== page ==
People usually think murder scenes are the worst ones we have to deal with, but that’s not necessarily true.
A murder scene usually involves a small area. Often, this is only one room. Compare that with drug and hoarder houses where the entire place – every room – is packed with everything imaginable, including nasty garbage, filth and possible hazards.
A few months back, we got a call for such a place. While not really unusual for this kind of assignment, reflecting on the job offers some insight into what a monumental task it is to clean up such a site – and why professionals like us at Advanced Bio Treatment need to do it.
We arrived on the scene of a job in a middle-class neighborhood outside of Arlington, VA.
It wasn’t a run-down area at all. Homes were relatively neat and well-maintained. In fact, when we got to the address, we thought maybe it was the wrong place because the grass was cut, the landscaping was neat, and nothing looked different from the other houses. Except that you couldn’t see inside at all because every window had the blinds closed on a day with full sunshine.
But we double-checked and yes, it was the right place. What we knew was that a man was recently evicted through a foreclosure action. His mother was the original owner, and she had died a few years earlier. The son, on disability, couldn’t maintain the mortgage payments once his mother’s inheritance ran out (even though it was a substantial sum).
Once we opened the door, the sights and smells were as nasty as any hoarding, crack, or meth house we encounter in the ghetto. Obviously, the man had a serious drinking problem, and possibly drugs as well. Beer cans were piled up waist high in several rooms – and mixed among the cans were garbage, decomposing food, pizza boxes, and dirty clothes.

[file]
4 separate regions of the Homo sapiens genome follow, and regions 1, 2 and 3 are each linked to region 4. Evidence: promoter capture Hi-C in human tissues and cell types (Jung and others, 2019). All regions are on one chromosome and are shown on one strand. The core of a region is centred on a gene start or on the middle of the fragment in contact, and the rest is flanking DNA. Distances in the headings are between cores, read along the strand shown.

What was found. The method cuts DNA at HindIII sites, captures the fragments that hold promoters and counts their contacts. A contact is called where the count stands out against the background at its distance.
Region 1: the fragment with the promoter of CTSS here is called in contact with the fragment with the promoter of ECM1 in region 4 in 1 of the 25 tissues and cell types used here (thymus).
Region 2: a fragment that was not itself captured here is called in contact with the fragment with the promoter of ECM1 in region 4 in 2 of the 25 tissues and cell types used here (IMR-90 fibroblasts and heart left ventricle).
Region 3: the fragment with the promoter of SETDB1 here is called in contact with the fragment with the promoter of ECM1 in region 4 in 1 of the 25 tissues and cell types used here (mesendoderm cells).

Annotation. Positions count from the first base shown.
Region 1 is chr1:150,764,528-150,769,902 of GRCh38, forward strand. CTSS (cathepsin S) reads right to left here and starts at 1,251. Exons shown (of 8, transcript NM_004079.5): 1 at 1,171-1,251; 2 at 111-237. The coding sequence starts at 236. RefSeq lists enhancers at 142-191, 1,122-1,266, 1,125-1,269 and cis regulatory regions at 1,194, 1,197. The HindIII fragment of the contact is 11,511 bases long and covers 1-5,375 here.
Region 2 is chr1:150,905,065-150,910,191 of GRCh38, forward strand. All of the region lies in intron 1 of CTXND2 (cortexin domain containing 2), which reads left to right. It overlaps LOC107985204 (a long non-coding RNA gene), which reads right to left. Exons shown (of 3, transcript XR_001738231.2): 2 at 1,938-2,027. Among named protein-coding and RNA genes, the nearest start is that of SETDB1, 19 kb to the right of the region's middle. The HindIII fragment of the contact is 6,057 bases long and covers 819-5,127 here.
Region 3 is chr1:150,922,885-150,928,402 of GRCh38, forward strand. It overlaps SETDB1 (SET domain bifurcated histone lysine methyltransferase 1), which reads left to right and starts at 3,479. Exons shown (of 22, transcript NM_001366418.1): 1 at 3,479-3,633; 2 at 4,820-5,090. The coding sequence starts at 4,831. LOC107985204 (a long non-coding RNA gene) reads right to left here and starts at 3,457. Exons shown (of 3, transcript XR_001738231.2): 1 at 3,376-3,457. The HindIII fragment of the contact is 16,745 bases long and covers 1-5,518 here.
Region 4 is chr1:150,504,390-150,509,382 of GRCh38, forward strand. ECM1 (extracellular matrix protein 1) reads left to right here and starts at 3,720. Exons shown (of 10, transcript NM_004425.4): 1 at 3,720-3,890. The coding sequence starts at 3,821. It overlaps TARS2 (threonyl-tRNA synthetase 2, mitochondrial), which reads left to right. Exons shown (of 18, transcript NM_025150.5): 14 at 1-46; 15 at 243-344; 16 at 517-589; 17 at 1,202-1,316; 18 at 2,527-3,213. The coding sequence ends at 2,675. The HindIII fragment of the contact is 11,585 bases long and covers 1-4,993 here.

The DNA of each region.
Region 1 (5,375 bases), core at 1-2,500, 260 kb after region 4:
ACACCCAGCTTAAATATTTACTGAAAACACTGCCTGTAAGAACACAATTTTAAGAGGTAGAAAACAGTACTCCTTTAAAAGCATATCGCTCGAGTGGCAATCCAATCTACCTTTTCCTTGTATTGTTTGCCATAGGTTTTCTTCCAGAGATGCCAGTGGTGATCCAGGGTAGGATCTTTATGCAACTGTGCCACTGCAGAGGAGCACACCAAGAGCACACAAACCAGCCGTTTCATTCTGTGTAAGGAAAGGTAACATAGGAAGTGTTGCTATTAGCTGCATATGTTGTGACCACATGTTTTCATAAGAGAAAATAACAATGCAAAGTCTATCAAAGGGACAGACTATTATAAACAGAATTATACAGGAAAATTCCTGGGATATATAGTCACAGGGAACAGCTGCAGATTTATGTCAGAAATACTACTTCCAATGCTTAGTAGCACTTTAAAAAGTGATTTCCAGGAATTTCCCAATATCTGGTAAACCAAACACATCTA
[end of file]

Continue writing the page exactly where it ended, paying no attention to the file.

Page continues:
We couldn’t understand why the outside was so clean until a chatty neighbor told us the story. According to her, the occupant’s son would cut the grass and clean up the outside about once every two weeks. Seems they didn’t dare attempt to do any kind of indoor cleanup.
We needed a large commercial dumpster to get rid of the refuse. Extra crew members were needed to help. Once the garbage and debris were out of the house, we had to remove carpeting and other surfaces.
Blood, beer and urine (both dog and human) were soaked into subfloors in several rooms. These needed treatment, as did the HVAC venting system because of dog hair and odor.
This was a cleanup that would be impossible without professionals like us. To clean up a drug or hoarder house like this to the point where it’s odor-free, germ-free and safe takes specialists like us. We’ll handle everything involved with the cleanup and certify the property clean and safe when we finish.